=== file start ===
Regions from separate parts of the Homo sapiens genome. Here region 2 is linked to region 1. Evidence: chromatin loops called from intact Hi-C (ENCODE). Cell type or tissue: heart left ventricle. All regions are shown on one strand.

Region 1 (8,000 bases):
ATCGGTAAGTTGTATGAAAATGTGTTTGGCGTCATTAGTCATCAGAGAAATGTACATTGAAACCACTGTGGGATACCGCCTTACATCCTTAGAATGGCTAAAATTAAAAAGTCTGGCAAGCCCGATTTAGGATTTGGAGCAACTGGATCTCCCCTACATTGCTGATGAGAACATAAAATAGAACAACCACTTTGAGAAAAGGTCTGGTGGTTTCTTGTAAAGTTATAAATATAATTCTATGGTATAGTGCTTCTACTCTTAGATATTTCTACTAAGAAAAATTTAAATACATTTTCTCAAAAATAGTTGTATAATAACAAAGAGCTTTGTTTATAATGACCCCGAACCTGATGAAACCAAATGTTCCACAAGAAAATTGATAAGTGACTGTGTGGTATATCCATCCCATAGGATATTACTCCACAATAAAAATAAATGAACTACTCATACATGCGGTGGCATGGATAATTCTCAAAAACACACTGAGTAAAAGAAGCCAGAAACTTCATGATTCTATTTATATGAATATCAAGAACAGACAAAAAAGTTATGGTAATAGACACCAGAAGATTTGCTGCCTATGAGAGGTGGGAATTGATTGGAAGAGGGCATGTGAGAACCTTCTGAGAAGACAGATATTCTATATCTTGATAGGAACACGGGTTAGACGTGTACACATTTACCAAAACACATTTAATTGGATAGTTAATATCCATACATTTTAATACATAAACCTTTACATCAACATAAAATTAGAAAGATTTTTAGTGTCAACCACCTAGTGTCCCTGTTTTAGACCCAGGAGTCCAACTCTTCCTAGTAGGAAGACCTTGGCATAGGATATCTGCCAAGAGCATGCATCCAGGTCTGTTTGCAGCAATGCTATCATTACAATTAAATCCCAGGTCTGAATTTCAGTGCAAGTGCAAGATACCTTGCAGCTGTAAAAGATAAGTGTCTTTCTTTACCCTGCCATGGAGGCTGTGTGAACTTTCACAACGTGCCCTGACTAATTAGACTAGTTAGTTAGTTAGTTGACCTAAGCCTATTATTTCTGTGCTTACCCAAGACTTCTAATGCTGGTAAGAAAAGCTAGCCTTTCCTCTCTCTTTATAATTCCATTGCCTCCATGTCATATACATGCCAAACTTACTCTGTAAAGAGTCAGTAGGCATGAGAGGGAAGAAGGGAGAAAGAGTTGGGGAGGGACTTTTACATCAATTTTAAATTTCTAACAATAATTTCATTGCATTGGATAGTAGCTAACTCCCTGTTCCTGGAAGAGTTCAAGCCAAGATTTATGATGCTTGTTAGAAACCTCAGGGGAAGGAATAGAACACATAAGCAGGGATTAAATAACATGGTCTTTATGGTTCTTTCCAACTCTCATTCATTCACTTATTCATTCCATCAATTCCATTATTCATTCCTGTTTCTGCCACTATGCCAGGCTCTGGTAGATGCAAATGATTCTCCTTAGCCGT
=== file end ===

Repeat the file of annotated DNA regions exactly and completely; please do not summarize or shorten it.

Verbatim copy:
Regions from separate parts of the Homo sapiens genome. Here region 2 is linked to region 1. Evidence: chromatin loops called from intact Hi-C (ENCODE). Cell type or tissue: heart left ventricle. All regions are shown on one strand.

Region 1 (8,000 bases):
ATCGGTAAGTTGTATGAAAATGTGTTTGGCGTCATTAGTCATCAGAGAAATGTACATTGAAACCACTGTGGGATACCGCCTTACATCCTTAGAATGGCTAAAATTAAAAAGTCTGGCAAGCCCGATTTAGGATTTGGAGCAACTGGATCTCCCCTACATTGCTGATGAGAACATAAAATAGAACAACCACTTTGAGAAAAGGTCTGGTGGTTTCTTGTAAAGTTATAAATATAATTCTATGGTATAGTGCTTCTACTCTTAGATATTTCTACTAAGAAAAATTTAAATACATTTTCTCAAAAATAGTTGTATAATAACAAAGAGCTTTGTTTATAATGACCCCGAACCTGATGAAACCAAATGTTCCACAAGAAAATTGATAAGTGACTGTGTGGTATATCCATCCCATAGGATATTACTCCACAATAAAAATAAATGAACTACTCATACATGCGGTGGCATGGATAATTCTCAAAAACACACTGAGTAAAAGAAGCCAGAAACTTCATGATTCTATTTATATGAATATCAAGAACAGACAAAAAAGTTATGGTAATAGACACCAGAAGATTTGCTGCCTATGAGAGGTGGGAATTGATTGGAAGAGGGCATGTGAGAACCTTCTGAGAAGACAGATATTCTATATCTTGATAGGAACACGGGTTAGACGTGTACACATTTACCAAAACACATTTAATTGGATAGTTAATATCCATACATTTTAATACATAAACCTTTACATCAACATAAAATTAGAAAGATTTTTAGTGTCAACCACCTAGTGTCCCTGTTTTAGACCCAGGAGTCCAACTCTTCCTAGTAGGAAGACCTTGGCATAGGATATCTGCCAAGAGCATGCATCCAGGTCTGTTTGCAGCAATGCTATCATTACAATTAAATCCCAGGTCTGAATTTCAGTGCAAGTGCAAGATACCTTGCAGCTGTAAAAGATAAGTGTCTTTCTTTACCCTGCCATGGAGGCTGTGTGAACTTTCACAACGTGCCCTGACTAATTAGACTAGTTAGTTAGTTAGTTGACCTAAGCCTATTATTTCTGTGCTTACCCAAGACTTCTAATGCTGGTAAGAAAAGCTAGCCTTTCCTCTCTCTTTATAATTCCATTGCCTCCATGTCATATACATGCCAAACTTACTCTGTAAAGAGTCAGTAGGCATGAGAGGGAAGAAGGGAGAAAGAGTTGGGGAGGGACTTTTACATCAATTTTAAATTTCTAACAATAATTTCATTGCATTGGATAGTAGCTAACTCCCTGTTCCTGGAAGAGTTCAAGCCAAGATTTATGATGCTTGTTAGAAACCTCAGGGGAAGGAATAGAACACATAAGCAGGGATTAAATAACATGGTCTTTATGGTTCTTTCCAACTCTCATTCATTCACTTATTCATTCCATCAATTCCATTATTCATTCCTGTTTCTGCCACTATGCCAGGCTCTGGTAGATGCAAATGATTCTCCTTAGCCGT